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IIT – Kharagpur Researchers develop Technology to make Biofuel manufacturing cheaper, quicker and free of Pollution

The 'soil-to-soil' manufacturing technology developed at the P.K. Sinha Centre for Bioenergy at IIT - Kharagpur is in the process of being patented

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  • The ‘National Policy on bio-fuel’ targeted 20 per cent blending of biofuel with petrol by 2017
  • This project is funded by the Ministry of Petroleum and Natural Gas, Department of Science and Technology and the Ministry of Human Resource Development
  • Bioethanol can be produced from various naturally available ligno-cellulosic components

Kolkata, May 31, 2017:  Researchers at IIT – Kharagpur have developed a technology that has the potential to make biofuel manufacturing cheaper, quicker and free of pollution.

The ‘soil-to-soil’ manufacturing technology developed at the P.K. Sinha Centre for Bioenergy at IIT – Kharagpur is in the process of being patented.

Researchers say bioethanol can be produced from various naturally available ligno-cellulosic components, but to do so the biomass needs to be treated chemically and in some cases physico-chemically. Because of chemical treatment, the process contributes to polluting the environment.

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“We have replaced this chemical treatment with enzymes which degrade the lignin specifically, thereby making the manufacturing process pollution-free,” said Rintu Banerjee, Professor of Department of Agricultural and Food Engineering at the P.K. Sinha Centre for Bioenergy.

“Also unlike the chemical treatment, here the waste product is pollution-free and hence utilising the residual biomass to make organic fertiliser is possible,” Banerjee said.

The ‘National Policy on bio-fuel’ targeted 20 per cent blending of biofuel with petrol by 2017.

With the government expecting the bio-fuel business in India to touch Rs 50,000 crore by 2022, this new green technology with lesser manufacturing cost and time could become a game changer, the researchers said.

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“The technique that we are suggesting will ensure relatively quicker production of bio-fuel and ensuring that the process is completely green, not creating any secondary pollution. This, we feel can change the future of bio-fuel manufacturing in India and make it more cost effective,” said Banerjee.

This project is funded by the Ministry of Petroleum and Natural Gas, Department of Science and Technology and the Ministry of Human Resource Development. (IANS)

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A New Tool May Aid Patients To Detect Urine Blockage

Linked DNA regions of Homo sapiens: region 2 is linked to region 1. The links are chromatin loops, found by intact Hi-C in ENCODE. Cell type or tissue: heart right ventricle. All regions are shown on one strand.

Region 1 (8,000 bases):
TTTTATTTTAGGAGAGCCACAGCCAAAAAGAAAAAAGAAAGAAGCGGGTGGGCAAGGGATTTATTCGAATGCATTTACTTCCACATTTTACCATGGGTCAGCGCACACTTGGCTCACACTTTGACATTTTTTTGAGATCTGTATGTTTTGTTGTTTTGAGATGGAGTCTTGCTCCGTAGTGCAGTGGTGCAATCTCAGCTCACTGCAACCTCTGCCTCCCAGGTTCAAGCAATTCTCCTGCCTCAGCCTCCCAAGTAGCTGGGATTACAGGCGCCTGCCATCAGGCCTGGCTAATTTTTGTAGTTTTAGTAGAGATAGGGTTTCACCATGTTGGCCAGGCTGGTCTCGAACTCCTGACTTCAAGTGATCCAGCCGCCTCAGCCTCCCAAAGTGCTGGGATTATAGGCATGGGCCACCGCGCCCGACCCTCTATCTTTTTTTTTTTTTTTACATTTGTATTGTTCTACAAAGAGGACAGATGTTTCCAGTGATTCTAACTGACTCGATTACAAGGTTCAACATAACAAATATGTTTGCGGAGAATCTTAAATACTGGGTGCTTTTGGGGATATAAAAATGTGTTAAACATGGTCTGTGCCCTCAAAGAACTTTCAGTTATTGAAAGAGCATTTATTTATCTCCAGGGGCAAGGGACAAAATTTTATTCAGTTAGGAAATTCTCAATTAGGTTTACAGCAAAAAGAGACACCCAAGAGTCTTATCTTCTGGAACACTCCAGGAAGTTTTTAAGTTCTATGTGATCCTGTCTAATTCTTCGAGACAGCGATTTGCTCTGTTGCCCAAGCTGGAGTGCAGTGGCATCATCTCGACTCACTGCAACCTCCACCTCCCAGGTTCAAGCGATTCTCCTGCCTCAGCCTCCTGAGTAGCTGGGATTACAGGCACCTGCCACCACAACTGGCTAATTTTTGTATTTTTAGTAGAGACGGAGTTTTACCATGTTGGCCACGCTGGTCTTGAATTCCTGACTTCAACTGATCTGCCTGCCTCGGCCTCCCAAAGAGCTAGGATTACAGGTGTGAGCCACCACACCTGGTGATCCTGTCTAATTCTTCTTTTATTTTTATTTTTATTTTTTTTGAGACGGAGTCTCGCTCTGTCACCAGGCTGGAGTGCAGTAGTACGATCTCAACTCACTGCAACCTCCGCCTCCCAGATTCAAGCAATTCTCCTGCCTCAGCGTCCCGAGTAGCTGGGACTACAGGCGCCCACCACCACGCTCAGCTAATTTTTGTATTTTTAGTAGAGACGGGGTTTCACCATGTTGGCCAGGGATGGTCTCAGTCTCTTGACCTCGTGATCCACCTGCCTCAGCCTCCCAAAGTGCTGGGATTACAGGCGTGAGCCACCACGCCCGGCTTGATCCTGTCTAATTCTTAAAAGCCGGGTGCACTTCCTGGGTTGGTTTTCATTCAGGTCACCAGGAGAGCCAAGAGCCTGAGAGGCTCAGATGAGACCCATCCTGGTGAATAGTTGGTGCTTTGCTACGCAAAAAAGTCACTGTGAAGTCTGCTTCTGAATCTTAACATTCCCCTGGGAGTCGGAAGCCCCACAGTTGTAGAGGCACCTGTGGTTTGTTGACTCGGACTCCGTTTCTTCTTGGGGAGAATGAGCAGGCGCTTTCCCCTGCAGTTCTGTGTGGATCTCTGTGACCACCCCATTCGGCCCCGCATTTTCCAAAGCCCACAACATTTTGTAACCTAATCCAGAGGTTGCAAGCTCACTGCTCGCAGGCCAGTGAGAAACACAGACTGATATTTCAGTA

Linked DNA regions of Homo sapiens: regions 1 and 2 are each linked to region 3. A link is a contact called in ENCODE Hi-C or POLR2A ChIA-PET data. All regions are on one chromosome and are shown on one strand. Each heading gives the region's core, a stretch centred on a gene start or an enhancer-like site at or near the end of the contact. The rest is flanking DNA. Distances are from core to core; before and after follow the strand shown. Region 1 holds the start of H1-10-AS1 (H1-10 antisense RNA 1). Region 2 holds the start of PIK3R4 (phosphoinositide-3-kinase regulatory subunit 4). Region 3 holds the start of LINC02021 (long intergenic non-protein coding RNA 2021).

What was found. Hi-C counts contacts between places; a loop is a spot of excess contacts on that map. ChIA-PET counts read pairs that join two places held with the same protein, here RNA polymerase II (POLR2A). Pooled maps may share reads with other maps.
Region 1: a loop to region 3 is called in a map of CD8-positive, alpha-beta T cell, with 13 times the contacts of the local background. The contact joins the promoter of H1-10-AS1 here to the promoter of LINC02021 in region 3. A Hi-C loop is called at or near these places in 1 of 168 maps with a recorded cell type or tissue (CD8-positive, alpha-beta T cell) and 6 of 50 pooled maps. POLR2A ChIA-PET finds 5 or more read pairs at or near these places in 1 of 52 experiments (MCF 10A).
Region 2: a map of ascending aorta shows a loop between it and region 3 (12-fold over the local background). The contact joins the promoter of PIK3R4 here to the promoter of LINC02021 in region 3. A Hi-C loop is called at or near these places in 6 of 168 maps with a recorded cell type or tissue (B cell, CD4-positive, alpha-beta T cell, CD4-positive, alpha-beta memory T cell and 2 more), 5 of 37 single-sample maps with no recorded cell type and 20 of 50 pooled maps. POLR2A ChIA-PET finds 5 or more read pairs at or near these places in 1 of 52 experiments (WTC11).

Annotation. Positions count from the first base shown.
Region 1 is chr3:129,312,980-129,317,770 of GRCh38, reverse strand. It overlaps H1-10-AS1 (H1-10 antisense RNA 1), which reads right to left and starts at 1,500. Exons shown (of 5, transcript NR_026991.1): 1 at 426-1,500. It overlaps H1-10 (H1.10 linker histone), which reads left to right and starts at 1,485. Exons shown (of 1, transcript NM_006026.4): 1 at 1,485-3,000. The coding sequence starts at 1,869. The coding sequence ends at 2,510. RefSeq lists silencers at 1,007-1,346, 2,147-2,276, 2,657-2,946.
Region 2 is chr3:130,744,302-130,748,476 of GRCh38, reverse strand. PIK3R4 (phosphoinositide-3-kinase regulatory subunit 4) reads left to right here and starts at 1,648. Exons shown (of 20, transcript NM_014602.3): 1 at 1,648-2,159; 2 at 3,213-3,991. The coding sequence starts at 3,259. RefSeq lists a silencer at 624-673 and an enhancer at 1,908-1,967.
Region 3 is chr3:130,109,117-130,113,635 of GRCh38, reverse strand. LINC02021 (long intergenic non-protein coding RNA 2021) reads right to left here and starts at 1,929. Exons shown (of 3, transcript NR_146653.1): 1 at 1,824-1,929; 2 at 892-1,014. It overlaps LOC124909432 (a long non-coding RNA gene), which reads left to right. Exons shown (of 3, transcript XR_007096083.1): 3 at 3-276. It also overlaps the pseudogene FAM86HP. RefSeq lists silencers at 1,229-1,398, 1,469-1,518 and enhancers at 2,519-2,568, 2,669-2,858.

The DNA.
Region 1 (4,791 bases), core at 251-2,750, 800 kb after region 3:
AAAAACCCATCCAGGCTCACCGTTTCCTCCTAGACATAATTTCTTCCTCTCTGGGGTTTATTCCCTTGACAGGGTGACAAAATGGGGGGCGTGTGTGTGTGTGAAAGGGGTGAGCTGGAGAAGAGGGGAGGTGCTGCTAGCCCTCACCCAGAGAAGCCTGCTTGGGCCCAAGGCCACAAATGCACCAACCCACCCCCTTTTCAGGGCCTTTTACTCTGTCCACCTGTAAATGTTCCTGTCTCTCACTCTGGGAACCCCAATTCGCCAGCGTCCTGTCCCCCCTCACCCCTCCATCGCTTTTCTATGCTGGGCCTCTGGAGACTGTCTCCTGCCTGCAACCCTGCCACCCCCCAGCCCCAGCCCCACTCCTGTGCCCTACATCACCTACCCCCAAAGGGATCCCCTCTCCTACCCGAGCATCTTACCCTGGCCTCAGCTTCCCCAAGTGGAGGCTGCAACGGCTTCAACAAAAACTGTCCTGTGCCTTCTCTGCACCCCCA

Surgeons are developing a new smartphone-based tool that can detect urethral or urine blockage, potentially making it easier for patients to test themselves for the condition from the comfort of their own homes.

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Surgeons are developing a new smartphone-based tool that can detect urethral or urine blockage, potentially making it easier for patients to test themselves for the condition from the comfort of their own homes.

The novel technique could take high-speed photography which could capture subtle differences between a normal steady stream of liquid and a stream of liquid with an obstruction.

Urethral strictures are a slowing or blocking of the natural flow of urine due to an injury or infection. It is normally diagnosed by uroflowmetry, a test administered at a physician’s office.

“The problem is that patient follow-up after we treat this condition is very poor,” said Matthew Gretzer, Associate Professor at the University of Arizona in the US.

“But we need patients to come back to our clinic for a uroflow test to determine if the obstruction is still present,” he added.

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In order to test Gretzer’s hypothesis on high-speed photography, the team created a model of a urethral structure using tubing hooked to a saline bag that could drain through.

Saline fluid was passed through the tubing with and without blockages, created using 3D printed strictures, placed within the tubing. High-speed photography captured both the regular and blocked stream of liquid exiting the tube.

Gretzer contended that photos can be a medium to diagnose blockages and he hopes that patients could send him these images to analyse and make the diagnosis. He plans to create a mobile app which can be downloaded by the patients.

“All patients would need to do is take high-speed images of their urine flow using a strobe light,” Gretzer said.

“Strobe light apps are readily available right now for people to use on their phones”.

Also Read: Astronauts from Clemson University in US Believe Human Urine Can Help Safer Space Travel

According to the researchers, as fluid exits an opening, a natural breakpoint occurs where the liquid stream forms droplets, but with obstructions in place, it changes.

The results showed that by analysing photos, they could measure the length to this point of droplet formation. This length then directly related to the presence of an obstruction in the tube. (IANS)